The Unfeathered Bird

The Unfeathered Bird

by Katrina van Grouw
     
 

"The Unfeathered Bird is a marvelous fusion of art and science with a playful edge. The illustrations, very much the heart of the book, are superbly realized. Valuable and informative, the work has an irresistible charm that will appeal to a broad audience."—John Sill, wildlife artistSee more details below

Overview

"The Unfeathered Bird is a marvelous fusion of art and science with a playful edge. The illustrations, very much the heart of the book, are superbly realized. Valuable and informative, the work has an irresistible charm that will appeal to a broad audience."—John Sill, wildlife artist

Editorial Reviews

Scientist
The 300+ drawings—of skinned birds, their muscular and skeletal anatomy exposed in lifelike poses—are extraordinary, a sort of 2-D bird 'Body Worlds.'. . . [The text is] lucid, colloquial, packed with information, and leavened with humor, it brings a grasp of bird evolution and adaptation within any reader's reach. . . . A magnificent—and accessible—monograph on biodiversity.
— Annie Gottlieb
Nature
Van Grouw's focus on the skeleton rather than on external appearance gives the book a special power. Van Grouw's book was 25 years in the making: surprisingly quick, considering the work involved. An international list of friends, colleagues, farmers, conservationists—and the occasional taxidermist—donated dead birds for her (and her taxidermist husband) to pluck, skin and boil down to their skeletons. And draw—exquisitely.
— Alison Abbott
Fatbirder
This fusion of art and science is a fascinating coffee table book that boosts that genre to another level. It invites you to browse but then catches your interest and when I intended to look through it as if waiting for the coffee to arrive I found myself slowing up to read about how the environmental niche needs skeletal variation and what makes for diving and what merely submerging. Pre-DNA taxonomy has relied on skeletal differences to reveal the phylogenetic tree so this look beneath the skin is not mere curiosity but science with a capital 'S'. On the other hand there is a beauty on the form. I've always loved scientific drawings whether of birds or botanical specimens as there is not just science in their accuracy but beauty too.
— Bo Beolens
Birdbooker Report
This coffee-table book would make a good gift for someone with an interest in bird or anatomy art.
— Ian Paulsen
Guardian
Gives us genuinely new insights into the behaviour of living species.
— Stephen Moss
Nature - Alison Abbott
Van Grouw's focus on the skeleton rather than on external appearance gives the book a special power. Van Grouw's book was 25 years in the making: surprisingly quick, considering the work involved. An international list of friends, colleagues, farmers, conservationists—and the occasional taxidermist—donated dead birds for her (and her taxidermist husband) to pluck, skin and boil down to their skeletons. And draw—exquisitely.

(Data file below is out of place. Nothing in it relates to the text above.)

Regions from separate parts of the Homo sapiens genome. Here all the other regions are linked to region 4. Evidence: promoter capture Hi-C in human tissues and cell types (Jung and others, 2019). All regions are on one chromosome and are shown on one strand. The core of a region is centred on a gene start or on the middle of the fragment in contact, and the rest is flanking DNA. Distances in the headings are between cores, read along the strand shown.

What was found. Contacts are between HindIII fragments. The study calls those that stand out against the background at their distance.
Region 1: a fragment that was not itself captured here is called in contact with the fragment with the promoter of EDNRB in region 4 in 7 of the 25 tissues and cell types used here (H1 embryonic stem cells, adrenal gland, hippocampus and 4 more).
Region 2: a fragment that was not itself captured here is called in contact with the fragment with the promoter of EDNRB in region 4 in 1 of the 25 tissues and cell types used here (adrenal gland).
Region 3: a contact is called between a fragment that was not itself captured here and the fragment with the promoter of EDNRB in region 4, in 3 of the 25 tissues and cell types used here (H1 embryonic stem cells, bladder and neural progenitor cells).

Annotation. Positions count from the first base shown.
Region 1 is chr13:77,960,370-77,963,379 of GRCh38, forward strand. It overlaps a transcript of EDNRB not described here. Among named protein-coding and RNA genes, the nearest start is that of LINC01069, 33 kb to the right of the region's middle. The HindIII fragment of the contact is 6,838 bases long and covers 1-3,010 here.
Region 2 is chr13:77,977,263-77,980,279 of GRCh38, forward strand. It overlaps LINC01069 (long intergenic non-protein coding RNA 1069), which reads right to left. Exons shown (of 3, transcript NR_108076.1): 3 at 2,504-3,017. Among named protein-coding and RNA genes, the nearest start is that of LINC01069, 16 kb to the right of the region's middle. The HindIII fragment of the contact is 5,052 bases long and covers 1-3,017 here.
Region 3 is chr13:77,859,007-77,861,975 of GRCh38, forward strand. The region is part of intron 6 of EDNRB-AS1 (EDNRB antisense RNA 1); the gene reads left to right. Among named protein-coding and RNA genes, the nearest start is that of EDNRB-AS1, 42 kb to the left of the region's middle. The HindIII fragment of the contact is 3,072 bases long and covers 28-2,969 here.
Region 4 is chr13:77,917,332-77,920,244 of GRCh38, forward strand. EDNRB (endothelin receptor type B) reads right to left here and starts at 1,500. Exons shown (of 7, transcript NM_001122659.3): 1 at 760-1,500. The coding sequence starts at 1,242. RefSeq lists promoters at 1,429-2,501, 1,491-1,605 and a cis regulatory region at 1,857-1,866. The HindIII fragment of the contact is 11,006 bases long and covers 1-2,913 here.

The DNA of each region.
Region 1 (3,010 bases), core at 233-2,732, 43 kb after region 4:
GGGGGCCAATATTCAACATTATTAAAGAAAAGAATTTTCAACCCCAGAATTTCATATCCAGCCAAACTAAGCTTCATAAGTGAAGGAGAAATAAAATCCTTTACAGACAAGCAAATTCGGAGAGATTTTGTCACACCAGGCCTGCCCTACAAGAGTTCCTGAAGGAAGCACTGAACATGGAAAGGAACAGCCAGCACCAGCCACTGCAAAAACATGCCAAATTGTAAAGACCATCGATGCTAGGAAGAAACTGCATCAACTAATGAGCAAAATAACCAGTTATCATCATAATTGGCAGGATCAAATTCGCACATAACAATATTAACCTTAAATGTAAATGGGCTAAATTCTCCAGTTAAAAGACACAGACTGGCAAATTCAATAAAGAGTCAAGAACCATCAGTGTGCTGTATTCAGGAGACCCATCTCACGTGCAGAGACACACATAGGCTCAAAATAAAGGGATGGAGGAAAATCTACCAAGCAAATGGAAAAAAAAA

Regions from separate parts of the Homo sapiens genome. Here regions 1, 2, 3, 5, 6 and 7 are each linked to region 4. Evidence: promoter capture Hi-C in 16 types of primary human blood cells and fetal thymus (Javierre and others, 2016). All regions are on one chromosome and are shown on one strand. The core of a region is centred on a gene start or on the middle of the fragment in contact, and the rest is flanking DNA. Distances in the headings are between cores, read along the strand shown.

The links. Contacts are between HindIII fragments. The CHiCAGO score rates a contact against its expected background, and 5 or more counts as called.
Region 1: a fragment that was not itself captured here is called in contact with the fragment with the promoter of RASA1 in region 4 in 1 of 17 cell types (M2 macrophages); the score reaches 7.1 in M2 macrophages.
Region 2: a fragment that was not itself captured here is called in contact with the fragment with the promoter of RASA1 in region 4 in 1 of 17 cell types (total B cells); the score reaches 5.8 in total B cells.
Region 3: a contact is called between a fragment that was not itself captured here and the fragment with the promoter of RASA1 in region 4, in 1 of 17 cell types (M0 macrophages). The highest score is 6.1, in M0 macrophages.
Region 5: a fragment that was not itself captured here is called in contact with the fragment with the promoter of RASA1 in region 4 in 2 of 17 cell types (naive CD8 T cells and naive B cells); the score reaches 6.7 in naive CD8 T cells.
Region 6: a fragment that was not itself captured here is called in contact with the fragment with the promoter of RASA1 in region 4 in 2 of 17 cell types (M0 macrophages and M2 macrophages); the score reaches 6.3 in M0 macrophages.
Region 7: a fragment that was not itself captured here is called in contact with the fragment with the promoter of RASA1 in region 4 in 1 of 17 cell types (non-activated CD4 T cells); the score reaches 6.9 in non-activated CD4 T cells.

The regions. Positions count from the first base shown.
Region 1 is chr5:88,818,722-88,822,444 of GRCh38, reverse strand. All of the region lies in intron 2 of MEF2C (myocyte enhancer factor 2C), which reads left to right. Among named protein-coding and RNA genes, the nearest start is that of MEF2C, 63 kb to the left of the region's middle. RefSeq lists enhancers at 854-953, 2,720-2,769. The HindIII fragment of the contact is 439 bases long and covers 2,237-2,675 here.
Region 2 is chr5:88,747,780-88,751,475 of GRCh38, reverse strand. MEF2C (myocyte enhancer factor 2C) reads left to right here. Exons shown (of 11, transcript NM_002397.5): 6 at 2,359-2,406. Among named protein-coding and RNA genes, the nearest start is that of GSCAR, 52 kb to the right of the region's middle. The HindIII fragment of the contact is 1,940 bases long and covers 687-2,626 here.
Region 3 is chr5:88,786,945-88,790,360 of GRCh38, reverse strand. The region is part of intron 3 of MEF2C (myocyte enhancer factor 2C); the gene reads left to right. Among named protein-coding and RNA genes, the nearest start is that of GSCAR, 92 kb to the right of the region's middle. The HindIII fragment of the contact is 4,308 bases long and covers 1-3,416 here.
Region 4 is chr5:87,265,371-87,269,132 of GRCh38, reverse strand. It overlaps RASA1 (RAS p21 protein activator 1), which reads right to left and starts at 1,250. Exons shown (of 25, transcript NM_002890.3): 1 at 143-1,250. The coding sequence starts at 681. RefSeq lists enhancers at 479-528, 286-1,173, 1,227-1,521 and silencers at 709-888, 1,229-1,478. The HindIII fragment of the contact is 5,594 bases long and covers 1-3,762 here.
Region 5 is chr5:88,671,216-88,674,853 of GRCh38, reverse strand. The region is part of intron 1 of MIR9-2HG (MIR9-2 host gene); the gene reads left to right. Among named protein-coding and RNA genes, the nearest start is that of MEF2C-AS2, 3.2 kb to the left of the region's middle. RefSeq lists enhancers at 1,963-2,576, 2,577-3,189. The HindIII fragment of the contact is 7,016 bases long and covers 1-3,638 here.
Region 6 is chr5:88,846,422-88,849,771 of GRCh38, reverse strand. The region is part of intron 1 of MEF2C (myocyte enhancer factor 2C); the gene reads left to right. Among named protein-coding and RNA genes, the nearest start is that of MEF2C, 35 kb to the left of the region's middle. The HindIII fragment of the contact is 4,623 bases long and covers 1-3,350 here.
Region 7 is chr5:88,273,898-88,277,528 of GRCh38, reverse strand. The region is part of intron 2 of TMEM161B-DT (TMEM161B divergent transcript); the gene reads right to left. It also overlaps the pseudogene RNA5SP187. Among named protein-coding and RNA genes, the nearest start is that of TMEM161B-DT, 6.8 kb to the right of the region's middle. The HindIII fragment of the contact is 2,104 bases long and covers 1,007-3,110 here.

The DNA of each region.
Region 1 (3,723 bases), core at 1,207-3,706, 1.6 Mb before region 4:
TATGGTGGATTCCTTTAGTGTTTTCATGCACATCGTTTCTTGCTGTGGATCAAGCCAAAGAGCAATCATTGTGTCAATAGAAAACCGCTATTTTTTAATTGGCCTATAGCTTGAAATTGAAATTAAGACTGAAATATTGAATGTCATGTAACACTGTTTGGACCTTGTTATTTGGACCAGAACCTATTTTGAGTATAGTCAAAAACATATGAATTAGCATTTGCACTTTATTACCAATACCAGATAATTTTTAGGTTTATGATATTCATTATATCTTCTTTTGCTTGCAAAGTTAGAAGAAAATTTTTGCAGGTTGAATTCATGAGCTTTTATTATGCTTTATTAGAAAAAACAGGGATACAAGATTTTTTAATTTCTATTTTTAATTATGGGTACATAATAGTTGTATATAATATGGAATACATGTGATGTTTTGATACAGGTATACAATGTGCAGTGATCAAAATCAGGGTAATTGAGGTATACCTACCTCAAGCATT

Scientist - Annie Gottlieb
The 300+ drawings—of skinned birds, their muscular and skeletal anatomy exposed in lifelike poses—are extraordinary, a sort of 2-D bird 'Body Worlds.'. . . [The text is] lucid, colloquial, packed with information, and leavened with humor, it brings a grasp of bird evolution and adaptation within any reader's reach. . . . A magnificent—and accessible—monograph on biodiversity.
Fatbirder - Bo Beolens
This fusion of art and science is a fascinating coffee table book that boosts that genre to another level. It invites you to browse but then catches your interest and when I intended to look through it as if waiting for the coffee to arrive I found myself slowing up to read about how the environmental niche needs skeletal variation and what makes for diving and what merely submerging. Pre-DNA taxonomy has relied on skeletal differences to reveal the phylogenetic tree so this look beneath the skin is not mere curiosity but science with a capital 'S'. On the other hand there is a beauty on the form. I've always loved scientific drawings whether of birds or botanical specimens as there is not just science in their accuracy but beauty too.
Birdbooker Report - Ian Paulsen
This coffee-table book would make a good gift for someone with an interest in bird or anatomy art.
Guardian - Stephen Moss
Gives us genuinely new insights into the behaviour of living species.
Well-Read Naturalist - John Riutta